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October 1997

Herpes Simplex Virus–Associated Erythema Multiforme in Prepubertal Children

Author Affiliations

From the Departments of Dermatology (Drs Weston and Morelli) and Pediatrics (Dr Morelli), University of Colorado School of Medicine, Denver.

Arch Pediatr Adolesc Med. 1997;151(10):1014-1016. doi:10.1001/archpedi.1997.02170470048009

Objective:  To examine clinical associations, evolution of the condition, and response to treatment of erythema multiforme (EM) in prepubertal children.

Design:  A retrospective case series evaluation of children younger than 13 years with EM.

Setting:  Ambulatory care university hospital.

Patients:  Referral patients from pediatricians serving a population of 3.2 million.

Interventions:  Results of treatment of each EM episode with topical acyclovir or oral acyclovir at a dose of 25 mg/kg per day and 6-month prophylaxis with oral acyclovir at a dose of 20 mg/kg per day were evaluated.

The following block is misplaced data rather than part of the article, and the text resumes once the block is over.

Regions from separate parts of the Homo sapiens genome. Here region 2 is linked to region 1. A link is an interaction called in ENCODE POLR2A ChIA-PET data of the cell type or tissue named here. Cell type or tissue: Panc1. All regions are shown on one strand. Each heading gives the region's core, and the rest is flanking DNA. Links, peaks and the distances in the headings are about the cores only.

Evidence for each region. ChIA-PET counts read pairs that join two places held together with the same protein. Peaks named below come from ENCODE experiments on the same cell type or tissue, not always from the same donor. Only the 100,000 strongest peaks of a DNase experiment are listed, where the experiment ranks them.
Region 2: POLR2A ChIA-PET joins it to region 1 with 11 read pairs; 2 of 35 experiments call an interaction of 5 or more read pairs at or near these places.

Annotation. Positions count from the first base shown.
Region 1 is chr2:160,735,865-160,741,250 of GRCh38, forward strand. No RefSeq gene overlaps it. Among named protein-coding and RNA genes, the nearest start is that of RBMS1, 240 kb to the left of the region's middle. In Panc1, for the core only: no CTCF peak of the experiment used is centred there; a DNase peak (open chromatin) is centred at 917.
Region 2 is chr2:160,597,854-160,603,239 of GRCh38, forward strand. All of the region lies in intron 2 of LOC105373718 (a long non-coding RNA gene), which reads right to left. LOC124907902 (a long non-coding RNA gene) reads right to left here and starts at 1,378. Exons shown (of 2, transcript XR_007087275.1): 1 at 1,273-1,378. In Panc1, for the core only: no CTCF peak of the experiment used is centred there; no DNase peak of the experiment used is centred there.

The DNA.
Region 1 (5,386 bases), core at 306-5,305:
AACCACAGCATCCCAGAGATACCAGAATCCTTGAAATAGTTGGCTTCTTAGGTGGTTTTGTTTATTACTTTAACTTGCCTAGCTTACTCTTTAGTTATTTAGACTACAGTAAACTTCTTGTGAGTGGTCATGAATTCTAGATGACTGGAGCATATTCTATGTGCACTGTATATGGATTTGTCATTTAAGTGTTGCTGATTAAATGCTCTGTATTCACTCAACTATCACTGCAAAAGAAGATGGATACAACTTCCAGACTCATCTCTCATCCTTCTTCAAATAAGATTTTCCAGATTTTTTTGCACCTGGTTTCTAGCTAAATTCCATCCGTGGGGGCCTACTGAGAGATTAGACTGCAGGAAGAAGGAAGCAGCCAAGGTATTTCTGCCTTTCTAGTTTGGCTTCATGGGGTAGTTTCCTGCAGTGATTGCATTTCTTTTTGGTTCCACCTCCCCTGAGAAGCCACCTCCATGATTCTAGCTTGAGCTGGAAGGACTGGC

Outcomes:  Age at EM onset, preceding illness, and number and duration of episodes during a 3-year period were recorded.

Results:  Twelve children (7 boys and 5 girls) in whom herpes simplex virus (HSV)–associated EM developed were evaluated. Preceding lesions were herpes labialis in 8 children and herpes facialis in 2 children. Two children had no obvious HSV lesion. The mean age at onset of disease was 8.1 years, and the mean time from the preceding HSV to the onset of skin lesions was 3.9 days (range, 0-11 days). Episodes of EM lasted a mean of 10.6 days. In 9 children, the EM was recurrent, with a mean of 2.6 episodes per year. All 12 children, including those with negative viral cultures for HSV or no HSV history had HSV detected in their target lesions by polymerase chain reaction amplification of DNA obtained from skin biopsy specimens. Six of 12 children were treated with oral acyclovir at a dose of 25 mg/kg per day for 1 or more individual episodes, without reduction in the episode. Three children underwent 6-month prophylaxis with oral acyclovir at a dose of 20 mg/kg per day and remained disease free during treatment. After discontinuation of the prophylactic treatment with acyclovir, 1 child relapsed at 4 months. The other 2 children had no further episodes during a 3-year period.

Conclusions:  The HSV-associated EM is a recurrent disease that can be precipitated by sun exposure and does not progress to Stevens-Johnson syndrome. Childhood HSV-associated EM may be unresponsive to treatment with oral steroids or oral or topical acyclovir. Frequent recurrences of EM may be abrogated by prophylactic treatment with acyclovir.Arch Pediatr Adolesc Med. 1997;151:1014-1016